Also, note that because these assets are decoupled, it ‘accelerates’ automation. By that, I mean that in a traditional automation approach, you’d throw data out to a target system, typically have manual intervention and wait for a response.
The trouble is that this elongates the time taken to get the tests done because you may or may not get that response. It also plays against the primary advantage of automation (which is rendering testing ‘hands free’) because it’s prone to high maintenance; if you don’t get a response, someone has to find out why, in other words.
With the Assurity approach, when the next upgrade arrives from the vendor and it’s time for testing, teams on either side access the assets, run the automation and accelerate towards ‘good to go’. It’s faster, cheaper and, most importantly, more thorough than any testing approach yet.
A case in point
Typically, there’s around a one-to-two-week testing window at every upgrade cycle. That’s not a lot of time and yet testing is crucial to protect your services (or prepare for the nightmare of fixing in Production).
That’s probably best demonstrated by the approach to testing at one of our major government customers:
- Testing should provide assurance that there won’t be any external issues which might impact customers
- Testing should guarantee that this organisation won’t fail to provide a service to partners and its broader ecosystem
- And, finally, testing should keep the organisation out of the papers!
Broadly, this approach is one that every organisation can take on board. Like this government department, the focus of quality assurance as it relates to enterprise systems upgrades should fall on internal engagements and the integration layer.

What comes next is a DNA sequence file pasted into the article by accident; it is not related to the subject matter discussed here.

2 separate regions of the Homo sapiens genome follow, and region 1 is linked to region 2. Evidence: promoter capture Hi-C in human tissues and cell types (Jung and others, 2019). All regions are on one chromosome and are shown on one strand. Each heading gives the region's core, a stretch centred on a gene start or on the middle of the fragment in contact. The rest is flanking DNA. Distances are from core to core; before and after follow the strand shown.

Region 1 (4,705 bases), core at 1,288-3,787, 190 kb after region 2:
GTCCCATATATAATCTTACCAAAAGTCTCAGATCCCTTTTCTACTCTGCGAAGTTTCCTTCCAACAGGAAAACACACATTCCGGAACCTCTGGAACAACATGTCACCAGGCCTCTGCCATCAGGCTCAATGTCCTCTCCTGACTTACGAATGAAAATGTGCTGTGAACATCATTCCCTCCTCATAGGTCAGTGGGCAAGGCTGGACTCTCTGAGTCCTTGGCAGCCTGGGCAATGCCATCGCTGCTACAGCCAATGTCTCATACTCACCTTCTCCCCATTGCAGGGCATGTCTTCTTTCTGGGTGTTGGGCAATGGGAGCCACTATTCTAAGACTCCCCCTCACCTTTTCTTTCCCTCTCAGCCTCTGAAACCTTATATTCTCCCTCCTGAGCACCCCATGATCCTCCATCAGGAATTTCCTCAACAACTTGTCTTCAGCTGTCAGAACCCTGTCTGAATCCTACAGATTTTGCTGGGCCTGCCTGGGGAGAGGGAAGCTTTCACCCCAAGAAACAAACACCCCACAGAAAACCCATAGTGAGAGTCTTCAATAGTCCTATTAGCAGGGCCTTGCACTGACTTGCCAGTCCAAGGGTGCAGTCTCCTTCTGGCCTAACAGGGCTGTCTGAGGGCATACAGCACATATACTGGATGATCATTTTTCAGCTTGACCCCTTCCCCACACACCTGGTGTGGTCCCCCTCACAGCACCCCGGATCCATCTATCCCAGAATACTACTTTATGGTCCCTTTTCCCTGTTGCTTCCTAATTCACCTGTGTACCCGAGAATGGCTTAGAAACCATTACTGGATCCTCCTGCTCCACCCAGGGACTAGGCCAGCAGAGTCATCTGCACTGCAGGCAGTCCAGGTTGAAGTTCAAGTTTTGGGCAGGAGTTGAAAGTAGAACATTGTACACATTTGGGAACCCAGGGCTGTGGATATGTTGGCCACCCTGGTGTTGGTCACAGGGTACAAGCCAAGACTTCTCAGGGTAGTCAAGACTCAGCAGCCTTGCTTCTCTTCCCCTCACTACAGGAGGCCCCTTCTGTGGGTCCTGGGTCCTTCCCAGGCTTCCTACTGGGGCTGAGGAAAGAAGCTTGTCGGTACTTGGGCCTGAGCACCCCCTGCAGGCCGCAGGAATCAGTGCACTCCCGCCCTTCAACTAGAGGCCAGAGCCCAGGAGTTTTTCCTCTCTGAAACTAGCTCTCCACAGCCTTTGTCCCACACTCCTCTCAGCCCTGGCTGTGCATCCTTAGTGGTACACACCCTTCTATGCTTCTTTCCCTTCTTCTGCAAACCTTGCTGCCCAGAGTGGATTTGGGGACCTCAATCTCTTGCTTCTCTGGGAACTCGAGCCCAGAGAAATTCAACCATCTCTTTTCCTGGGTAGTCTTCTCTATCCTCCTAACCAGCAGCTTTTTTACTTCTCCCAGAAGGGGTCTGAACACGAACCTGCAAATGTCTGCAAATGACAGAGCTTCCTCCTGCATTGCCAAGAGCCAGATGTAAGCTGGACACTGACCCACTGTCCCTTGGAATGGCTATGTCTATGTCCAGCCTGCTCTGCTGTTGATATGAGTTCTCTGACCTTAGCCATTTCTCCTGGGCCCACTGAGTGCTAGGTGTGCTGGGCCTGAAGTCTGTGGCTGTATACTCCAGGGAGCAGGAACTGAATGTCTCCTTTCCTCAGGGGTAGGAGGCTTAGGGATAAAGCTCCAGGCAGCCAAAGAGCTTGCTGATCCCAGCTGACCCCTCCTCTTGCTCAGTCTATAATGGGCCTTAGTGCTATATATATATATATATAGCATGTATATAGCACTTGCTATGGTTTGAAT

Finally, the question everyone should be asking… Just what are the benefits of automated testing at the border? At this government organisation, the results have been measurable, clear and conclusive:
- Automated tests run in a matter of hours, not days
- Hundreds of tests are executed automatically and instantaneously – for example, 277 tests on HR Payroll integration alone and 236 on Business Process integrations
- Automated tests at the border have reduced effort by around 80%
- The frequency of testing improves dramatically with some 95% more test cases executed daily
- Automation finds the bugs – this customer has already identified around 130 defects
While the particular example I’ve referred to revolves around enterprise solutions in the Oracle cloud (and Oracle has described the results as the quickest time to market for upgrades it’s ever seen), automated testing at the border is relevant to and applicable for any cloud solutions. Whether Microsoft Dynamics, SAP, Infor, Epicor, IFS, Workday, you-name-it, the challenge is the same.
And so is the solution. Embrace investment at the border where cloud provider responsibility ends, allowing them to quality assure their products. On your side, you have enduring automated test assets called upon with every new release.
This makes the process faster, easier and more affordable certainly. But most importantly of all, automated testing de-risks (and de-hassles) one of the major issues with enterprise cloud – that infernal, inexorable upgrade cycle which, if handled poorly, will impact your customers.